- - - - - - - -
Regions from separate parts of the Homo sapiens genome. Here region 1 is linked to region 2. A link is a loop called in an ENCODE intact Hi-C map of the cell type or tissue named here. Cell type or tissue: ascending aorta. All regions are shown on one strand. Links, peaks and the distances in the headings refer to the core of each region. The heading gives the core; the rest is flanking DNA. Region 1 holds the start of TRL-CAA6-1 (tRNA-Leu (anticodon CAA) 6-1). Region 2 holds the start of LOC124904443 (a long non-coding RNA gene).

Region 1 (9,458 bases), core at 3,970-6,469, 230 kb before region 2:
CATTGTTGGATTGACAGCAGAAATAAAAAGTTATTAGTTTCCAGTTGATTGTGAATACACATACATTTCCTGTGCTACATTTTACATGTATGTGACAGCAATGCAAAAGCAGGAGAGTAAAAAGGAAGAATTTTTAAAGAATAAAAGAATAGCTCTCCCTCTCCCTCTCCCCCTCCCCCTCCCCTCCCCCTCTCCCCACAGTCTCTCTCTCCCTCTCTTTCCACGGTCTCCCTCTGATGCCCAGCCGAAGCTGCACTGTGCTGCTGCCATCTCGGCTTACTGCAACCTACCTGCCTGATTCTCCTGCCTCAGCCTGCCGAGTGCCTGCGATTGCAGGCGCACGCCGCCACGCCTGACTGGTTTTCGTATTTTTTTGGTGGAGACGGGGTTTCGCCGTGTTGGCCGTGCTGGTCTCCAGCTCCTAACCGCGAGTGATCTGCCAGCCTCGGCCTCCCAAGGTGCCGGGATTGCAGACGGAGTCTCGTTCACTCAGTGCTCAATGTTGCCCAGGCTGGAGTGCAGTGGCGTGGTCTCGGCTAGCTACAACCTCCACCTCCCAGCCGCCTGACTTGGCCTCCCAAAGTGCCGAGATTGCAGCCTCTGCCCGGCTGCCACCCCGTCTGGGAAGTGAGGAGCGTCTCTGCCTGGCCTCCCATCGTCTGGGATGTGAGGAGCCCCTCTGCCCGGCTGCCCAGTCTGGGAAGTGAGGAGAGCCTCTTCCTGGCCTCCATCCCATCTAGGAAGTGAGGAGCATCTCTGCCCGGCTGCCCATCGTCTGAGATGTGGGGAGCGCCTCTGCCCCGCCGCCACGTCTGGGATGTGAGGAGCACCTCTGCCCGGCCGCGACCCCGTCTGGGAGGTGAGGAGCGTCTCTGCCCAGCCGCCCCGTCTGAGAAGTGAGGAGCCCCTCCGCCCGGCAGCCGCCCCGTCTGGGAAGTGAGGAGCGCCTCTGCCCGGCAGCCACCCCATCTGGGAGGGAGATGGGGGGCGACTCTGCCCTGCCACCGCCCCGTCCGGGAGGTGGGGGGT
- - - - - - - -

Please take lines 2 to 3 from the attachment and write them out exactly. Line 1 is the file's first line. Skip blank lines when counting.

Region 1 (9,458 bases), core at 3,970-6,469, 230 kb before region 2:
CATTGTTGGATTGACAGCAGAAATAAAAAGTTATTAGTTTCCAGTTGATTGTGAATACACATACATTTCCTGTGCTACATTTTACATGTATGTGACAGCAATGCAAAAGCAGGAGAGTAAAAAGGAAGAATTTTTAAAGAATAAAAGAATAGCTCTCCCTCTCCCTCTCCCCCTCCCCCTCCCCTCCCCCTCTCCCCACAGTCTCTCTCTCCCTCTCTTTCCACGGTCTCCCTCTGATGCCCAGCCGAAGCTGCACTGTGCTGCTGCCATCTCGGCTTACTGCAACCTACCTGCCTGATTCTCCTGCCTCAGCCTGCCGAGTGCCTGCGATTGCAGGCGCACGCCGCCACGCCTGACTGGTTTTCGTATTTTTTTGGTGGAGACGGGGTTTCGCCGTGTTGGCCGTGCTGGTCTCCAGCTCCTAACCGCGAGTGATCTGCCAGCCTCGGCCTCCCAAGGTGCCGGGATTGCAGACGGAGTCTCGTTCACTCAGTGCTCAATGTTGCCCAGGCTGGAGTGCAGTGGCGTGGTCTCGGCTAGCTACAACCTCCACCTCCCAGCCGCCTGACTTGGCCTCCCAAAGTGCCGAGATTGCAGCCTCTGCCCGGCTGCCACCCCGTCTGGGAAGTGAGGAGCGTCTCTGCCTGGCCTCCCATCGTCTGGGATGTGAGGAGCCCCTCTGCCCGGCTGCCCAGTCTGGGAAGTGAGGAGAGCCTCTTCCTGGCCTCCATCCCATCTAGGAAGTGAGGAGCATCTCTGCCCGGCTGCCCATCGTCTGAGATGTGGGGAGCGCCTCTGCCCCGCCGCCACGTCTGGGATGTGAGGAGCACCTCTGCCCGGCCGCGACCCCGTCTGGGAGGTGAGGAGCGTCTCTGCCCAGCCGCCCCGTCTGAGAAGTGAGGAGCCCCTCCGCCCGGCAGCCGCCCCGTCTGGGAAGTGAGGAGCGCCTCTGCCCGGCAGCCACCCCATCTGGGAGGGAGATGGGGGGCGACTCTGCCCTGCCACCGCCCCGTCCGGGAGGTGGGGGGT